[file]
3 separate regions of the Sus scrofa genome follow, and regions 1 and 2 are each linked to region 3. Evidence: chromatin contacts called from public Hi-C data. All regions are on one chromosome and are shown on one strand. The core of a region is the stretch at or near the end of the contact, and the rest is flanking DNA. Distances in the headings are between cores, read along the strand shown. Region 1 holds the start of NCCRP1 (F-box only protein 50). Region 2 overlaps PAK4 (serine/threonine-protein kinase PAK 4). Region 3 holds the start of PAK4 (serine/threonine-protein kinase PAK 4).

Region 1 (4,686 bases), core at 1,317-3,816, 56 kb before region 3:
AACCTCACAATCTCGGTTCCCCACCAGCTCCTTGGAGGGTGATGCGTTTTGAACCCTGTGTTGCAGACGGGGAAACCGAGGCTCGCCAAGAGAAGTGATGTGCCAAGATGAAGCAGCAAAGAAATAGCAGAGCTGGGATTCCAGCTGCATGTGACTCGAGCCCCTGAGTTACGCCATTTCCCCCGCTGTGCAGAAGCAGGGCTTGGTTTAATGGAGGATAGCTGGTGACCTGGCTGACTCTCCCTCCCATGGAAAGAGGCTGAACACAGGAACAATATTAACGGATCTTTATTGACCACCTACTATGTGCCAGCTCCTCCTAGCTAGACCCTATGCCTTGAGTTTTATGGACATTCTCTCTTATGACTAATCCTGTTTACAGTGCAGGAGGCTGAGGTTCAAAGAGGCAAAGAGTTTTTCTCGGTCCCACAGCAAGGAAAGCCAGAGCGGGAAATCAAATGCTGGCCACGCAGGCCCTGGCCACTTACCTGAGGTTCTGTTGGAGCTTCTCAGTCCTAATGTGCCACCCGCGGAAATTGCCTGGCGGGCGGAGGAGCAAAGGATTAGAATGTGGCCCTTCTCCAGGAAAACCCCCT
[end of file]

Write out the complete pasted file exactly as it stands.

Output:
3 separate regions of the Sus scrofa genome follow, and regions 1 and 2 are each linked to region 3. Evidence: chromatin contacts called from public Hi-C data. All regions are on one chromosome and are shown on one strand. The core of a region is the stretch at or near the end of the contact, and the rest is flanking DNA. Distances in the headings are between cores, read along the strand shown. Region 1 holds the start of NCCRP1 (F-box only protein 50). Region 2 overlaps PAK4 (serine/threonine-protein kinase PAK 4). Region 3 holds the start of PAK4 (serine/threonine-protein kinase PAK 4).

Region 1 (4,686 bases), core at 1,317-3,816, 56 kb before region 3:
AACCTCACAATCTCGGTTCCCCACCAGCTCCTTGGAGGGTGATGCGTTTTGAACCCTGTGTTGCAGACGGGGAAACCGAGGCTCGCCAAGAGAAGTGATGTGCCAAGATGAAGCAGCAAAGAAATAGCAGAGCTGGGATTCCAGCTGCATGTGACTCGAGCCCCTGAGTTACGCCATTTCCCCCGCTGTGCAGAAGCAGGGCTTGGTTTAATGGAGGATAGCTGGTGACCTGGCTGACTCTCCCTCCCATGGAAAGAGGCTGAACACAGGAACAATATTAACGGATCTTTATTGACCACCTACTATGTGCCAGCTCCTCCTAGCTAGACCCTATGCCTTGAGTTTTATGGACATTCTCTCTTATGACTAATCCTGTTTACAGTGCAGGAGGCTGAGGTTCAAAGAGGCAAAGAGTTTTTCTCGGTCCCACAGCAAGGAAAGCCAGAGCGGGAAATCAAATGCTGGCCACGCAGGCCCTGGCCACTTACCTGAGGTTCTGTTGGAGCTTCTCAGTCCTAATGTGCCACCCGCGGAAATTGCCTGGCGGGCGGAGGAGCAAAGGATTAGAATGTGGCCCTTCTCCAGGAAAACCCCCT